There is a limit to what you can do-- cracks, for example, will remain.
But to rescue what you've got, here's how I'd do it:
Warm water, wrung-out sponge, go over it once (all surfaces) to remove dirt or dust.
Then neatsfoot oil with your bare hands. all surfaces. Yeah, there are other conditioners out there, but this is The One That Started It All-- the 100% oxygen for the guy turning blue, if you take my meaning.
In any case, neatsfoot goes on in thin coats. It will soak in so that the leather looks shiny at first, but then turns matte. At first, your leather will be very thirsty and will soak up the oil quickly. But look for the place to quit with the neatsfoot-- the layer where the leather stops taking up the oil within 10 or 15 minutes, returning to darker, softer but matte-looking. If the top looks fine, but the underside still seems thirsty (as can happen), give it another coat. You can over-oil, hence the warning.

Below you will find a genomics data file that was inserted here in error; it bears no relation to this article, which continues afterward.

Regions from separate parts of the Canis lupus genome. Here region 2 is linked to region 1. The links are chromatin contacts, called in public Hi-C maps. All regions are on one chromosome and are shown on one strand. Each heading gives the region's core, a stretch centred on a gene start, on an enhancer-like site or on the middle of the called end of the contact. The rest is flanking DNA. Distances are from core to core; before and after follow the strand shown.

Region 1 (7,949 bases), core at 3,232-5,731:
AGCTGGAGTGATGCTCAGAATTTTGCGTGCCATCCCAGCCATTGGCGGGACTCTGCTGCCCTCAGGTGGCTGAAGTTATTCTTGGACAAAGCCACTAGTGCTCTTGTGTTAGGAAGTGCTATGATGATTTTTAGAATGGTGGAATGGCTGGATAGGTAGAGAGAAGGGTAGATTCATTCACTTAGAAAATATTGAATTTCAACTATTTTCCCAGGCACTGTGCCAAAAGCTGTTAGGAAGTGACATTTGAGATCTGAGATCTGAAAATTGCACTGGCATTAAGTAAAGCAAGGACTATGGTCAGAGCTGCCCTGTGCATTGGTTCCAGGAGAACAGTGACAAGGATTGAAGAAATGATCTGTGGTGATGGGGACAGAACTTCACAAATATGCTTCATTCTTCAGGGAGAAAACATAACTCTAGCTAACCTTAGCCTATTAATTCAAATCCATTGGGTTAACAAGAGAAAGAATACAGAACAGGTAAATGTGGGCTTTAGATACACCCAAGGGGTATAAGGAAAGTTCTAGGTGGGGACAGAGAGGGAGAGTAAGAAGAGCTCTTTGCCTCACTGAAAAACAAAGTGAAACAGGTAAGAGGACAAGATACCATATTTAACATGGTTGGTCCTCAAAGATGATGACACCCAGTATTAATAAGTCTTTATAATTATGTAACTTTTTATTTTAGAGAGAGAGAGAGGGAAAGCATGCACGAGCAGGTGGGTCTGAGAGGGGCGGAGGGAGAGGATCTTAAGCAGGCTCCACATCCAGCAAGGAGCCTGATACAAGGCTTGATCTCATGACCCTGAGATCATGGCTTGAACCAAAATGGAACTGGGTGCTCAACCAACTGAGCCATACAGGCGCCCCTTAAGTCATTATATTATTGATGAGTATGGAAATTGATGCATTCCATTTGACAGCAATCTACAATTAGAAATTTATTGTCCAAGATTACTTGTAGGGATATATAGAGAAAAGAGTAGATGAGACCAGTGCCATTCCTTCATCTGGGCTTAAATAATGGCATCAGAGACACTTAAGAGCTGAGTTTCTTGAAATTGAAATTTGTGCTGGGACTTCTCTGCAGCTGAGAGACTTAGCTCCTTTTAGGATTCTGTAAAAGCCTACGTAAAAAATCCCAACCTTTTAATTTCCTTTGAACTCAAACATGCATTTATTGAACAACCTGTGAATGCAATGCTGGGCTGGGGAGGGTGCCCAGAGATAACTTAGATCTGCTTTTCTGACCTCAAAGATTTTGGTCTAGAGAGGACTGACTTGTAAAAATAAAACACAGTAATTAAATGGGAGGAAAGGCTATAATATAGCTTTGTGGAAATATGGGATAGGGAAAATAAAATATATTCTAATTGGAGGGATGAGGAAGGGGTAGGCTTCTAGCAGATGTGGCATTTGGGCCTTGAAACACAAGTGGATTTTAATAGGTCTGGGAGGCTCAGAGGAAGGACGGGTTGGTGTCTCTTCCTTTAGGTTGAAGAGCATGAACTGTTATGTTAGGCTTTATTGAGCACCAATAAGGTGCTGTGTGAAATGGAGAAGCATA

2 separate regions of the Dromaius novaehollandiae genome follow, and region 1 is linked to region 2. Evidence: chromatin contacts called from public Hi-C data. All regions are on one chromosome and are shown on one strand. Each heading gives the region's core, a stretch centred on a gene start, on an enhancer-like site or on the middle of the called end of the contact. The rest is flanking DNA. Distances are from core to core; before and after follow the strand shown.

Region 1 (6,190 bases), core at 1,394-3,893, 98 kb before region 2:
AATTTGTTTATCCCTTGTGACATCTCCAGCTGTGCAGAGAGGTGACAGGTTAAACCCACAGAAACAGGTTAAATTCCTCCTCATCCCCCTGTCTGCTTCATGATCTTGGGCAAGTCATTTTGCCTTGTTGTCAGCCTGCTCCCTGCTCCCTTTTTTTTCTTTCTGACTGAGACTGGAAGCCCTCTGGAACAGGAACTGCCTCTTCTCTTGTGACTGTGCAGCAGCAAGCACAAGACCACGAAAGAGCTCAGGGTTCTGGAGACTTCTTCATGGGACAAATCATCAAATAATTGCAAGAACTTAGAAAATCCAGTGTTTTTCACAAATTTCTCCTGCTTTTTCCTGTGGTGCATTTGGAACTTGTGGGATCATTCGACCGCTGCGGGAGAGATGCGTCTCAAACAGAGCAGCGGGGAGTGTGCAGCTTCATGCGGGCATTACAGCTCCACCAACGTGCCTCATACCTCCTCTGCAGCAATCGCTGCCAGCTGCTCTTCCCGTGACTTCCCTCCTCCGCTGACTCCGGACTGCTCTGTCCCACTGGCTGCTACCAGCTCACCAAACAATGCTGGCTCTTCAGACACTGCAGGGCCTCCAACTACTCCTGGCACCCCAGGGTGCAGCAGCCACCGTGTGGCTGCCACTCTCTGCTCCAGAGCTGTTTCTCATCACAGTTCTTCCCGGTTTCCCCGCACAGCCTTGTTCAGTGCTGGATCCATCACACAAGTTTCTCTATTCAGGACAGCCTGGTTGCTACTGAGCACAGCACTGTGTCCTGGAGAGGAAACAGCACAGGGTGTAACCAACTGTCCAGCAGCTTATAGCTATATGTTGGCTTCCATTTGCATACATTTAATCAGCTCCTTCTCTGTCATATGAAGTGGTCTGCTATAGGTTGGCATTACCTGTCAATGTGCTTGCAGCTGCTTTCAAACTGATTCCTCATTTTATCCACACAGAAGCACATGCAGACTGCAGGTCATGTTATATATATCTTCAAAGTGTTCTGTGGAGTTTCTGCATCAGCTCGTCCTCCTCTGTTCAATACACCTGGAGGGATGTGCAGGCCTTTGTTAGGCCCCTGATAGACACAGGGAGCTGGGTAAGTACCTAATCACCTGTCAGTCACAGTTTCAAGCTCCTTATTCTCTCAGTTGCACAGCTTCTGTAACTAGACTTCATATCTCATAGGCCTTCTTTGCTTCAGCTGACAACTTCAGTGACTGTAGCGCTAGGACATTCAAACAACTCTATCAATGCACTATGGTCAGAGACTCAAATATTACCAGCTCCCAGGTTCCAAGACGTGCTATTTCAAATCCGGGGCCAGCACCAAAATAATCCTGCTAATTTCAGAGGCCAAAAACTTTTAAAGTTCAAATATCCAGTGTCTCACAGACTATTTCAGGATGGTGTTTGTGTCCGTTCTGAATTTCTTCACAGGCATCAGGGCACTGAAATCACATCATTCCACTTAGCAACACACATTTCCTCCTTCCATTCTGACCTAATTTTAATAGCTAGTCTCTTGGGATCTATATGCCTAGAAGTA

With really dry leather, don't bend it too much in order to get the oil to soak in-- you will crack it. As the past layers of neatsfoot penetrate to the innermost part of the leather, you can bend it some, but be gentle.
When you have achieved the suppleness you want, or the best you think you can get, it's time to seal that in with a thin coat of glycerine or some other saddle soap with an almost-dry sponge.
There you have it.
You can come back to recondition later should your leather need more.